Summer is long gone and with it the burst of sunshine pouring through our diaphanous curtains. I awoke to a grey, gloomy sky and though for some it qualifies a few extra sleep hours, the silvery silky sky and the the soft rain behoove me to indulge in a walk. I don my long gray coat over a thick grey sweater only to realize my sartorial preferences are blending perfectly with my surroundings. Save for the fall foliage, the sky, the facades of historic buildings & the modern skyscrapers with glistening window panes are swathed in shades of grey. Drizzles of rain nonchalantly knock against my umbrella as I circle & navigate around the pathways of Toronto. A crisp breeze and ripples of chills accompany me. Neighboring pedestrians carry sprouted umbrellas and walk briskly while I amble tardily, permitting the rain to soak me. For the moment, Audrey Hepburn croons to Henry Mancini’s ‘Moon River’ on my phone.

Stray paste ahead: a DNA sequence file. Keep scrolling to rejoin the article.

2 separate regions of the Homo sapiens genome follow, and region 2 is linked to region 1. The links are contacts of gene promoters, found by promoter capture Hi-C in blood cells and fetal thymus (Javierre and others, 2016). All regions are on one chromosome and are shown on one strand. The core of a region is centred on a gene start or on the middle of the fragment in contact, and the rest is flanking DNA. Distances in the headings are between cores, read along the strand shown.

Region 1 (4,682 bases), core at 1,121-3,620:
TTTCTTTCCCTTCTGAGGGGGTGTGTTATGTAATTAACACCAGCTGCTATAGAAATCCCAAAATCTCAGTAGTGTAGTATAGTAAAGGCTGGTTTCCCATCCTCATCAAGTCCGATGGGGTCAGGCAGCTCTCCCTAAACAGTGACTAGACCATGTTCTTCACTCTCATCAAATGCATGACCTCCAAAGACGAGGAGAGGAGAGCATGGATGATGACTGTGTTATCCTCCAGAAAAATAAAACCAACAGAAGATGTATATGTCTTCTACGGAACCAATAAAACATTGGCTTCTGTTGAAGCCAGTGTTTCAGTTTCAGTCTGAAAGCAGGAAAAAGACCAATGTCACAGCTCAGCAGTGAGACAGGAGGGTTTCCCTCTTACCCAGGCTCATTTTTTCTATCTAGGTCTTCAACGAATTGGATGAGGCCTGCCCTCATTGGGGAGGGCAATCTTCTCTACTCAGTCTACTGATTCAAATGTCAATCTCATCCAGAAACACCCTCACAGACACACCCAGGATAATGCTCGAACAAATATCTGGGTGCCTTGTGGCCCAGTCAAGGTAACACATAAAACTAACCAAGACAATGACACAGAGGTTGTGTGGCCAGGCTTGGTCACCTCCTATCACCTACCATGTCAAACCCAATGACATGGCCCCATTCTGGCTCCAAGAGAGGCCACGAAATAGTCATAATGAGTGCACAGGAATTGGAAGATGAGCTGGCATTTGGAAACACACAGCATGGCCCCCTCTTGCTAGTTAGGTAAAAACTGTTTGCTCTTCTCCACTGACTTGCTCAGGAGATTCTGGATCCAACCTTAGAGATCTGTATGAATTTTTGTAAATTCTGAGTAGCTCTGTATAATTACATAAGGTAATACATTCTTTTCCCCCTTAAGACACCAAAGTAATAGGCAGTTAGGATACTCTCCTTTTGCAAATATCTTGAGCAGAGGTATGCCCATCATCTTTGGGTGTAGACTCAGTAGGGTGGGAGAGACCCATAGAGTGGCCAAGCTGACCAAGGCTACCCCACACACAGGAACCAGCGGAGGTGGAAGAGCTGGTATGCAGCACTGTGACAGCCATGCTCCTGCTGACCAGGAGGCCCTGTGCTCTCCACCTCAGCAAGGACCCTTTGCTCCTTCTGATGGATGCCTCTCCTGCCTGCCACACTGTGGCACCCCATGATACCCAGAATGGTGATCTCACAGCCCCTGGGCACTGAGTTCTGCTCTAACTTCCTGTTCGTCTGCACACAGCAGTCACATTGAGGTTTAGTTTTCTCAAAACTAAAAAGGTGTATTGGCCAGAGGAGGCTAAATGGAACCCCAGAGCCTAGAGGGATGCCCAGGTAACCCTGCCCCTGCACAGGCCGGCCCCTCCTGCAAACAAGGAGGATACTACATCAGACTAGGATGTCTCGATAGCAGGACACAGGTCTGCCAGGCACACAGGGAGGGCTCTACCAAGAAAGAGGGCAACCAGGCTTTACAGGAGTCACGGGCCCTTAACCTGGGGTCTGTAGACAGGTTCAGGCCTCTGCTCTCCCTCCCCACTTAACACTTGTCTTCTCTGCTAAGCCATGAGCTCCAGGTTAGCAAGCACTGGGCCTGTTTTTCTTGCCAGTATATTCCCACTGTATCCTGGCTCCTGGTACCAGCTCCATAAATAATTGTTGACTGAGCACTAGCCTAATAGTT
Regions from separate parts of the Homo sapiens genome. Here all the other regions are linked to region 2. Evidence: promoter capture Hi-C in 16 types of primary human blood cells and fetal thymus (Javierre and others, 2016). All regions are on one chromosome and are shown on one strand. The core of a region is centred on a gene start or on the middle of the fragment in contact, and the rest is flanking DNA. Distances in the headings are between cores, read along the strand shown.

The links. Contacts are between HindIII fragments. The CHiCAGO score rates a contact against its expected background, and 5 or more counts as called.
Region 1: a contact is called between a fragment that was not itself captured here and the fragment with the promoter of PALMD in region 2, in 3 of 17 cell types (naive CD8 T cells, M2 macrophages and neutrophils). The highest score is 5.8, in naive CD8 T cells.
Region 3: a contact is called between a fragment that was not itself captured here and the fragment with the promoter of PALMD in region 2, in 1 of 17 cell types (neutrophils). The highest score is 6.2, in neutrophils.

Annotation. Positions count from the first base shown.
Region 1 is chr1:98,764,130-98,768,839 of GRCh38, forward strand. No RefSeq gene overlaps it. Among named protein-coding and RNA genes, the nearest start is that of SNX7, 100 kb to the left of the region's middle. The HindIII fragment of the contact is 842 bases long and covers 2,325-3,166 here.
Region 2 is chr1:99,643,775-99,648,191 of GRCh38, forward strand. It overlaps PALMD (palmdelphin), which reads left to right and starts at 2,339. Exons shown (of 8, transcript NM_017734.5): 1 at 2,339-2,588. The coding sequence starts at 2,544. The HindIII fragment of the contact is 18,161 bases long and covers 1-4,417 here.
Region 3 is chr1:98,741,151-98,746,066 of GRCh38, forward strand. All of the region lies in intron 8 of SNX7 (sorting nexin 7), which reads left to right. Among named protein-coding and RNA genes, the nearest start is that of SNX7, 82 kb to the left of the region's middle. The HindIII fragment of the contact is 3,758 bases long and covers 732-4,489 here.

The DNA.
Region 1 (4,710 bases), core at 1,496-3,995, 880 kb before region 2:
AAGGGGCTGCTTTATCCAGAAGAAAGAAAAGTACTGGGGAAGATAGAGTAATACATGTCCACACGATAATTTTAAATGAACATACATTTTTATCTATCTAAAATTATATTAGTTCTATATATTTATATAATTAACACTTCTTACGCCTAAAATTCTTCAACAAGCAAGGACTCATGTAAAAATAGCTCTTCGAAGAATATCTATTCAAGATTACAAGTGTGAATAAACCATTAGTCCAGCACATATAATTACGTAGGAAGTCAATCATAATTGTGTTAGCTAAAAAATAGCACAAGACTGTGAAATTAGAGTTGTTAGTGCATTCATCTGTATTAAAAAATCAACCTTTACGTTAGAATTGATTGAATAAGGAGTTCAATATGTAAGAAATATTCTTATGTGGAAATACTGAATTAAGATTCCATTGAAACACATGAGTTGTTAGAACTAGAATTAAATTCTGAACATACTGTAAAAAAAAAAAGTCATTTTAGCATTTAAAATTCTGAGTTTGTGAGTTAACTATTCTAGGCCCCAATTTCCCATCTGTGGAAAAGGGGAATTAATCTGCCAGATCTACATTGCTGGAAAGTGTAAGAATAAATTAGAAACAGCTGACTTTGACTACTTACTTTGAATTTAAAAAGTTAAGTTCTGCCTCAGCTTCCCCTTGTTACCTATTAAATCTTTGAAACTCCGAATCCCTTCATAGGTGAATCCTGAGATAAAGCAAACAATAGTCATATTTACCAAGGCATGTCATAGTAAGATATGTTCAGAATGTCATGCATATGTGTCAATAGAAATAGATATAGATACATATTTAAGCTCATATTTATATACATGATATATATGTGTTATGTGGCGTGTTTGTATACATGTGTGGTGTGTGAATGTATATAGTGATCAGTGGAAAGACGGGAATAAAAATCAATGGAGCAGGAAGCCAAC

A dimly lit cafe beckons me to enter. Luckily I never leave home without a book. I’m soon sipping sweet, honeyed black tea, seated on a high chair, facing a massive glass window on which the rainy water drops have created bizarre patterns. Erin Morgenstern’s, ‘The Night Circus’ absorbs me, only for a bit though. Soon, I’m engrossed in the picture painted outside. Streams of cars buzz across the street. People are wordlessly rushing while a poor, homeless man displays a sign for want of spare change. His furry labrador is snuggled close silently watching the scene in black & white. A man in a turquoise jacket waits under the cafe awning hoping for the rain to stop pitter pattering. A bicycle is parked right out front and it’s saddle, a wet mess. The ground I imagine is gladly welcoming the rain after a parched three summer months. I click many mental pictures before exiting.